If you are looking for an answer to the question What is Artificial Intelligence? and you only have a minute, then here's the definition the Association for the Advancement of Artificial Intelligence offers on its home page: "the scientific understanding of the mechanisms underlying thought and intelligent behavior and their embodiment in machines."
However, if you are fortunate enough to have more than a minute, then please get ready to embark upon an exciting journey exploring AI (but beware, it could last a lifetime) …
Last June, Facebook described how it uses AI to help find and take down terrorist content on its platform and in November, the company said that its AI tools had allowed it to remove nearly all ISIS- and Al Qaeda-related content before it was flagged by a user. Its efforts to remove terrorist content with artificial intelligence came up frequently during Mark Zuckerberg's Congressional hearings earlier this month and the company's lead policy manager of counterterrorism spoke about the work during SXSW in March. Today, Facebook gave an update of that work in an installment of its Hard Questions series. Facebook defines terrorism as, "Any non-governmental organization that engages in premeditated acts of violence against persons or property to intimidate a civilian population, government or international organization in order to achieve a political, religious or ideological aim." And it notes that governments aren't included due to a "general academic and legal consensus that nation-states may legitimately use violence under certain circumstances."
In this post, I shall explain object detection and various algorithms like Faster R-CNN, YOLO, SSD. We shall start from beginners' level and go till the state-of-the-art in object detection, understanding the intuition, approach and salient features of each method. Image classification takes an image and predicts the object in an image. What would our model predict? To solve this problem we can train a multi-label classifier which will predict both the classes(dog as well as cat).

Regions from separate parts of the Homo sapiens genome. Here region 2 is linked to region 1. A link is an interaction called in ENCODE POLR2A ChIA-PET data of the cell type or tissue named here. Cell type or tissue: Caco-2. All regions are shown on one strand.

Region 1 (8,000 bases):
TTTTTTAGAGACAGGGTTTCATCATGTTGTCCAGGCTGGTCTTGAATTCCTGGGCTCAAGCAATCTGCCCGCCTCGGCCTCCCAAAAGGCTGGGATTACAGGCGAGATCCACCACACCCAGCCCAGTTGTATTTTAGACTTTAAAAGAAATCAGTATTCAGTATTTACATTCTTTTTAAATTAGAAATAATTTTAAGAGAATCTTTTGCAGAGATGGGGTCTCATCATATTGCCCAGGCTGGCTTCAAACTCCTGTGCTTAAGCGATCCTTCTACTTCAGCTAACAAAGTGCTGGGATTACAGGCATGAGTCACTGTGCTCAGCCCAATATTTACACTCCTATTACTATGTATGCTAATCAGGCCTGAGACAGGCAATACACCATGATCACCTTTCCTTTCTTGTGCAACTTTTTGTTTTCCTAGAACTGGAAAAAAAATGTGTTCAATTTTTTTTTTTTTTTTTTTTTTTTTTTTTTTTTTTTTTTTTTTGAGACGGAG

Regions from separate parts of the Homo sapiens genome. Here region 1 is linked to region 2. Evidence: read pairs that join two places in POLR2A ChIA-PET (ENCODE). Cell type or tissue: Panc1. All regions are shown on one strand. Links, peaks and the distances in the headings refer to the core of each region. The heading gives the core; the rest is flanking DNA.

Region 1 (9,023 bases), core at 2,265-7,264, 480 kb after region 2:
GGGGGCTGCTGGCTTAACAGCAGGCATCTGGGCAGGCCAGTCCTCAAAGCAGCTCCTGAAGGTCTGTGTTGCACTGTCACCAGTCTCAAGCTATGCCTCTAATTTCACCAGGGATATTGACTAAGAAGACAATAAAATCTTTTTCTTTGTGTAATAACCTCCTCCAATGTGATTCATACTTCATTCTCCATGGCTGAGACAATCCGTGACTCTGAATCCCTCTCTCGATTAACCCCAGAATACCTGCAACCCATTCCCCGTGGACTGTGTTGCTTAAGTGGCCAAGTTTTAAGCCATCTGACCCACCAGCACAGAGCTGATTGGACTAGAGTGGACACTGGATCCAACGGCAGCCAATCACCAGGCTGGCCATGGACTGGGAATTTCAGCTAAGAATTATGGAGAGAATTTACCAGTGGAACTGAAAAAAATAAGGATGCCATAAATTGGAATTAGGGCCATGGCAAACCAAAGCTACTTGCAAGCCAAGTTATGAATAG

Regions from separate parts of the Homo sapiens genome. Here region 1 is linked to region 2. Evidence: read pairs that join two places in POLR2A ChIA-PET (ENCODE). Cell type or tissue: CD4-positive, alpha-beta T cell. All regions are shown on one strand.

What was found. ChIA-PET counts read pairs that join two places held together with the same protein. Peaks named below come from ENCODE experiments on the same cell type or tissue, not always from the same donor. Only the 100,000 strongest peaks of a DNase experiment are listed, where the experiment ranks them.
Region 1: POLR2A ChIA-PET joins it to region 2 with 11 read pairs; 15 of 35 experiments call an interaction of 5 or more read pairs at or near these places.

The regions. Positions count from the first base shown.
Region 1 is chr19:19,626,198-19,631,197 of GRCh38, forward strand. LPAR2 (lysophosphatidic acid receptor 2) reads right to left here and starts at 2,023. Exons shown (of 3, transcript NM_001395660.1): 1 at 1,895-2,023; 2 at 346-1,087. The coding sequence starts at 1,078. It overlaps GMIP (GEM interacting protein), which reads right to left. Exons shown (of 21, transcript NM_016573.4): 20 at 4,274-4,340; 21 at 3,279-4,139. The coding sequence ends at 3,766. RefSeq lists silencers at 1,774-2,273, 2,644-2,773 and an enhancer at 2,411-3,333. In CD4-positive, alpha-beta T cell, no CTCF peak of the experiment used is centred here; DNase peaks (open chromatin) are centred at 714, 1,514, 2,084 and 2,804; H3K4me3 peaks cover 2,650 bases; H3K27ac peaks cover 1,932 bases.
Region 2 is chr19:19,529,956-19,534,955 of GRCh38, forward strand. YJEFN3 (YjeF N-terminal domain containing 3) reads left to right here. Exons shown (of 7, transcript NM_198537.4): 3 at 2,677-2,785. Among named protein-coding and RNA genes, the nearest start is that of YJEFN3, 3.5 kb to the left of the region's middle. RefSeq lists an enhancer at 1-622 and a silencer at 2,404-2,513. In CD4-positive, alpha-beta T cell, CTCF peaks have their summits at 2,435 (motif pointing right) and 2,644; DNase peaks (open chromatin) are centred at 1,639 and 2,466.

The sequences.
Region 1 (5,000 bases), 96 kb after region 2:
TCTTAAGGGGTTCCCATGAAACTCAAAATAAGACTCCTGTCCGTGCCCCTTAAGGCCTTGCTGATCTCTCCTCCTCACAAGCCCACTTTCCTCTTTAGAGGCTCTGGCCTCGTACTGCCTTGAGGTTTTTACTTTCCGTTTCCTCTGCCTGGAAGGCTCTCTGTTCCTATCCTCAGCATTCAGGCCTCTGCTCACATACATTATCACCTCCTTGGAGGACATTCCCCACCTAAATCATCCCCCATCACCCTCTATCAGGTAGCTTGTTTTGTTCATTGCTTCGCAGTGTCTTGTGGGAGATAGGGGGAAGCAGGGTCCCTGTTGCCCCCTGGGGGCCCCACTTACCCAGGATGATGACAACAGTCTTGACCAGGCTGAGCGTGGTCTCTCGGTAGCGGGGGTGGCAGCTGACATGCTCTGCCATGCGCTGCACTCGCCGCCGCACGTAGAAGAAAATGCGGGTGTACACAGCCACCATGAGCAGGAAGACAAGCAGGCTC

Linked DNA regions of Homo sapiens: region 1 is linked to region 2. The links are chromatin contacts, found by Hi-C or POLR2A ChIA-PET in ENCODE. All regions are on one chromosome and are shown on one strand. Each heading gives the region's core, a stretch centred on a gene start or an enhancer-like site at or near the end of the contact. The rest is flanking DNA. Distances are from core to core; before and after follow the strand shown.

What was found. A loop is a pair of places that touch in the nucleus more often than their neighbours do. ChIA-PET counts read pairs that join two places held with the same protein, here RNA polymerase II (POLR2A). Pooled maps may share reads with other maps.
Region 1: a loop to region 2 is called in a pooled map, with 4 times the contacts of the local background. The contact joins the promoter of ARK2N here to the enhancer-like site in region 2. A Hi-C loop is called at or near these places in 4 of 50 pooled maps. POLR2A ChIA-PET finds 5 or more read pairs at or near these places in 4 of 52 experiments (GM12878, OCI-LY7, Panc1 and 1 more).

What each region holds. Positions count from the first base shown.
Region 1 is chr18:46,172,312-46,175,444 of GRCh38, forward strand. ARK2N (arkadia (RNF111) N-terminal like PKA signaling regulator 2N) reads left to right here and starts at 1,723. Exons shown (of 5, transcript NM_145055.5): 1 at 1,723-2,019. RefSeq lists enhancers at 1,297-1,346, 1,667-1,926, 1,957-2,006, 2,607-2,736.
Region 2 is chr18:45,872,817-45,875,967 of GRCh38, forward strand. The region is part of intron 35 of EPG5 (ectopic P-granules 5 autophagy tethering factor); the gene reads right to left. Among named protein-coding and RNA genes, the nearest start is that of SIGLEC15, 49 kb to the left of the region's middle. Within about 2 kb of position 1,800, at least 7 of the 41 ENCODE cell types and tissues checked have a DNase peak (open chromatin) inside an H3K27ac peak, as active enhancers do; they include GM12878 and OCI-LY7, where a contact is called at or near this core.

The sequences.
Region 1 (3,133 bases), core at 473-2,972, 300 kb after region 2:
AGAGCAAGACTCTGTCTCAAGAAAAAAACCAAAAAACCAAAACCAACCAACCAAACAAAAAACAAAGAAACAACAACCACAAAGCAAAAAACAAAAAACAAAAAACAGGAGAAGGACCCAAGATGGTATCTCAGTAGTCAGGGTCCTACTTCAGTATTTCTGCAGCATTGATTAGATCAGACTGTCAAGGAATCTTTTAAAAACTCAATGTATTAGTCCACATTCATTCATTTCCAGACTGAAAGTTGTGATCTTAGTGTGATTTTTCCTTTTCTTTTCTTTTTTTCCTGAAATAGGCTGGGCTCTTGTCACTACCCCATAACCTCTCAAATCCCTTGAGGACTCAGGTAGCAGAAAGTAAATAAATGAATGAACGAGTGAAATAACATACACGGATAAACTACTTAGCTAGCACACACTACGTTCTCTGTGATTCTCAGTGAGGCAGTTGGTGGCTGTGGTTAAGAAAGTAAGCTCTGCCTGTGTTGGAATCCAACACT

Cyber fraud costs organizations billions of dollars each year, and its financial impact continues to climb as criminals are getting smarter and their attacks more complex. While the increasing need for rapid and complex fraud risk detection is common in many sectors, it is perhaps most acute among financial institutions and online merchants. Competition is fierce in these highly digitized markets, and margins are razor-thin. Customers are extremely demanding, and constantly seek better, more user-friendly payment options and channels. Cross-channel fraud detection has been an area of focus for both business and security leaders for nearly a decade.
The US Army is developing a machine learning method for identifying faces from thermal imagery. Soon the American government will be able to film people from outside of buildings, using cameras that can see through walls in near-total darkness, and an AI will recognize the people in the images. Army Research Laboratory (ARL) scientists Benjamin S. Riggan, Nathaniel J. Short, and Shuowen Hu recently released a white paper detailing military efforts to develop a method for applying facial recognition technology to images taken using thermal imaging devices. When using thermal cameras to capture facial imagery, the main challenge is that the captured thermal image must be matched against a watch list or gallery that only contains conventional visible imagery from known persons of interest. Such devices are common, especially in military use.
Google is betting that the future of healthcare is going to be structured data and AI. The company is applying AI to disease detection, new data infrastructure, and potentially insurance. In this report we explore Google's many healthcare initiatives and areas of potential future expansion. Google has always seen itself as more than a search and advertising company. Now it's turning its focus to healthcare, betting that its AI prowess can create a powerful new paradigm for the detection, diagnosis, and treatment of disease. "So tomorrow, if AI can shape healthcare, it has to work through the regulations of healthcare … In fact, I see that as one of the biggest areas is where the benefits will play out for the next 10 – 20 years." In short, Google seems to be going after the healthcare space from every possible angle. For example, did you know that Google has a project to release sterilized mosquitoes to control the spread of infectious disease? Or that the company has started a limited commercial rollout of its diabetes management program? Or that it appears to be exploring insurance? Note: For simplicity we use "Google" as shorthand for the larger Alphabet company, under which many of these healthcare initiatives fall. We explain the Alphabet structure below. As Google enters healthcare, it's leaning heavily on its expertise in AI. Health data is getting digitized and structured, from a new electronic record standard to imaging to DNA sequencing.